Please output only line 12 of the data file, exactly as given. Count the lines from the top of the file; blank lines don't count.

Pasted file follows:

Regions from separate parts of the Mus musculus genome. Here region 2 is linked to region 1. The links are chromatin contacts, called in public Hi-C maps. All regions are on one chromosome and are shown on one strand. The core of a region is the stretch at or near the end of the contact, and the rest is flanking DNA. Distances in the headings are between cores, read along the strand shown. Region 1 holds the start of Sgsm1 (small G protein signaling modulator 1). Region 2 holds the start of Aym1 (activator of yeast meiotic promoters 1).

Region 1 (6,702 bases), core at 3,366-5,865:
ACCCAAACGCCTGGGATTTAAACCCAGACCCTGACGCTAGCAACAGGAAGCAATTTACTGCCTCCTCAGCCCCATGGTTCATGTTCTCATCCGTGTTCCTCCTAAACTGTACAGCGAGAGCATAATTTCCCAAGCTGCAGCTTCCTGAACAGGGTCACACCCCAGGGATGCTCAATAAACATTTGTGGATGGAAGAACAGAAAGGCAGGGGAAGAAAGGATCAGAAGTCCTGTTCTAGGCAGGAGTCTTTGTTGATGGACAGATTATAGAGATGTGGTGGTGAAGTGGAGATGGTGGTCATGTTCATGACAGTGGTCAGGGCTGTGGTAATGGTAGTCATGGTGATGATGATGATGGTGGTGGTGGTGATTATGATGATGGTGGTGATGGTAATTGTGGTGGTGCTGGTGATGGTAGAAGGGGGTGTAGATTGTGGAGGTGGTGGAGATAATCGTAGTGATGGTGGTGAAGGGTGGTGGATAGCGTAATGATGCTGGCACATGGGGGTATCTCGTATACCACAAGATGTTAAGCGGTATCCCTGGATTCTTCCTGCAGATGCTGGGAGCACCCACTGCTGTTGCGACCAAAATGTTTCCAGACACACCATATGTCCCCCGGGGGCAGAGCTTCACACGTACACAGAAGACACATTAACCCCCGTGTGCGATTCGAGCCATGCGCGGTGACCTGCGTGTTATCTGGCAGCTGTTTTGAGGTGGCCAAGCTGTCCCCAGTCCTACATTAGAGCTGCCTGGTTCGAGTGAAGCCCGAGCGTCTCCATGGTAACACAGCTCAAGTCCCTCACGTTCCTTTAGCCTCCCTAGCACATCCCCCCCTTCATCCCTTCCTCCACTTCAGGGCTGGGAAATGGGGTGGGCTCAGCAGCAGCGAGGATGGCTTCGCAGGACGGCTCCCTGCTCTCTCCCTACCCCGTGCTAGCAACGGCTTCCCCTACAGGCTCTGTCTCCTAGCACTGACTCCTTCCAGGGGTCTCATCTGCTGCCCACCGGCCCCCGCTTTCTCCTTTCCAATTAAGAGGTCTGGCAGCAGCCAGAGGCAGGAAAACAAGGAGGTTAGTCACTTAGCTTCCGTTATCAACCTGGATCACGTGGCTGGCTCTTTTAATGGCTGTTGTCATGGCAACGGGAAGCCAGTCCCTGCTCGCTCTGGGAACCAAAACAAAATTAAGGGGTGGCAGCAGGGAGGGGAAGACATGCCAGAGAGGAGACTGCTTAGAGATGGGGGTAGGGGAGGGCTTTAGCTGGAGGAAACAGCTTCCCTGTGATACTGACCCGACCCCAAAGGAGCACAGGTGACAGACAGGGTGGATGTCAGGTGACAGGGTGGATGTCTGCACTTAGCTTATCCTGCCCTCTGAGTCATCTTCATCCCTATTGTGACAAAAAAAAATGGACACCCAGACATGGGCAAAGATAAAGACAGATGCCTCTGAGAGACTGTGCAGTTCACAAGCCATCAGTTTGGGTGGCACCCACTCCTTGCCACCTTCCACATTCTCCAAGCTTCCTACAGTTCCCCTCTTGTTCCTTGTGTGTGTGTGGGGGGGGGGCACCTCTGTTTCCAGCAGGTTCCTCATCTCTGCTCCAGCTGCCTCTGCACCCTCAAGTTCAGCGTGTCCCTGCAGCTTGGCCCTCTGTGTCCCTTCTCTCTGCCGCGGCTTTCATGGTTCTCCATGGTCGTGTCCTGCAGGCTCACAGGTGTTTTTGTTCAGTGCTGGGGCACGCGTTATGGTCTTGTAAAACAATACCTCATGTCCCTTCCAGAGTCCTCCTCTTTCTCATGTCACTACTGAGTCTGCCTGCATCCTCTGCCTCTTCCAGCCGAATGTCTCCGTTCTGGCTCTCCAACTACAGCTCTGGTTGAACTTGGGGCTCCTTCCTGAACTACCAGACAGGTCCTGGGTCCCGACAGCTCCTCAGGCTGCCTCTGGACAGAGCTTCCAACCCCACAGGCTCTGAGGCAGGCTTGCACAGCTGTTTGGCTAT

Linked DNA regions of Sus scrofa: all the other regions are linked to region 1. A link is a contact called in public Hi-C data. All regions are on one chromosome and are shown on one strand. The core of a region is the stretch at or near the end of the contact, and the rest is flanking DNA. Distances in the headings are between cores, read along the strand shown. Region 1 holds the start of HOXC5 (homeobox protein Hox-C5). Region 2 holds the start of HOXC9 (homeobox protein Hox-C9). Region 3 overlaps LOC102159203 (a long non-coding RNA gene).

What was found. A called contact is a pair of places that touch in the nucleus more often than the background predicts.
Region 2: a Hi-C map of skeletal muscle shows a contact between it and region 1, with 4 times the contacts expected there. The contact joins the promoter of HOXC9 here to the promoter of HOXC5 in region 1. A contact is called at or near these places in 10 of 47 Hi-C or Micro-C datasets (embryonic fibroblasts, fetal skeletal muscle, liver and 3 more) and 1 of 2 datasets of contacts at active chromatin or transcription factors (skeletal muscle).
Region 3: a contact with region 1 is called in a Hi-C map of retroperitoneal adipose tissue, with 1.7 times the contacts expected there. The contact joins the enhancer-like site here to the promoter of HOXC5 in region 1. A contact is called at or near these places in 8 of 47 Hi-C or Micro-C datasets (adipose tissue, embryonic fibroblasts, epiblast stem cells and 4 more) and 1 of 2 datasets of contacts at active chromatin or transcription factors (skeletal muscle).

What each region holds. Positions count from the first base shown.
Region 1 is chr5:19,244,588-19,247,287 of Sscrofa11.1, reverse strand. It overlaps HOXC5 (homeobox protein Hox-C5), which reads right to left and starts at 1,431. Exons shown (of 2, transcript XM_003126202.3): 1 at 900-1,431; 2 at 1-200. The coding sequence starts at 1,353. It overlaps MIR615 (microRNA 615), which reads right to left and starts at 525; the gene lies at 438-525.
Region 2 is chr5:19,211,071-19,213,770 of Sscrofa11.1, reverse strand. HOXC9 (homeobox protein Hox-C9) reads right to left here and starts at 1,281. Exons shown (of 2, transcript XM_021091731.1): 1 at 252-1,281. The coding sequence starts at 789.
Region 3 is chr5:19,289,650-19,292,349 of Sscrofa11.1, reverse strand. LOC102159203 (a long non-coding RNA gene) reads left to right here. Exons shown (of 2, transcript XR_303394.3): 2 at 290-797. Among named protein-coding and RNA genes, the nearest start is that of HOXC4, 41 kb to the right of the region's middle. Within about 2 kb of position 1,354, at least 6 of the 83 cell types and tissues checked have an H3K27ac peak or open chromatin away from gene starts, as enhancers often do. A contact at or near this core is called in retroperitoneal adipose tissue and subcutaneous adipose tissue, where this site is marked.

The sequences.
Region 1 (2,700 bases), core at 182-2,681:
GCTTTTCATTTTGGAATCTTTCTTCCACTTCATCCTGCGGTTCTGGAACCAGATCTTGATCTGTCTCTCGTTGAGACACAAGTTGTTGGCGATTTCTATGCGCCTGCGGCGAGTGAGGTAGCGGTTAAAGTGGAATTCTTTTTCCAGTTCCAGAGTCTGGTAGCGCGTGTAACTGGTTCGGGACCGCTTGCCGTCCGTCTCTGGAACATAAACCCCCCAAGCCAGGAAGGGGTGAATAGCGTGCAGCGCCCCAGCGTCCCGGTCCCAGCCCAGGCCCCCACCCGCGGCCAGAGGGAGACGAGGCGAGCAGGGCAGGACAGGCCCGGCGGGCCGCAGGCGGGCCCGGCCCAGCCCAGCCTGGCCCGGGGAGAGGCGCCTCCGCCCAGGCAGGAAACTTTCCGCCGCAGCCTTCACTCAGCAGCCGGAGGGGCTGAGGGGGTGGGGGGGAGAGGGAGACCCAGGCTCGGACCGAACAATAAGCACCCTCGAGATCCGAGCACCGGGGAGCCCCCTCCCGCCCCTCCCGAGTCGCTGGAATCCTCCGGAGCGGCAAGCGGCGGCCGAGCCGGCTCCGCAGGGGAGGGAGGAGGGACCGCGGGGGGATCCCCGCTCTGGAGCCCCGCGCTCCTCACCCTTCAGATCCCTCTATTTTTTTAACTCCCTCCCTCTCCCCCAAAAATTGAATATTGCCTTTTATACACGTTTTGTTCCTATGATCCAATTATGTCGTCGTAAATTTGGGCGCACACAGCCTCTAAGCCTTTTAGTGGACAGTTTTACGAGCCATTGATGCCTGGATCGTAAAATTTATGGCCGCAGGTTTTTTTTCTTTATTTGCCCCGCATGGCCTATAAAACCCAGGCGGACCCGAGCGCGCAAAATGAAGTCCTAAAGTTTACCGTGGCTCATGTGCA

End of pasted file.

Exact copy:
The sequences.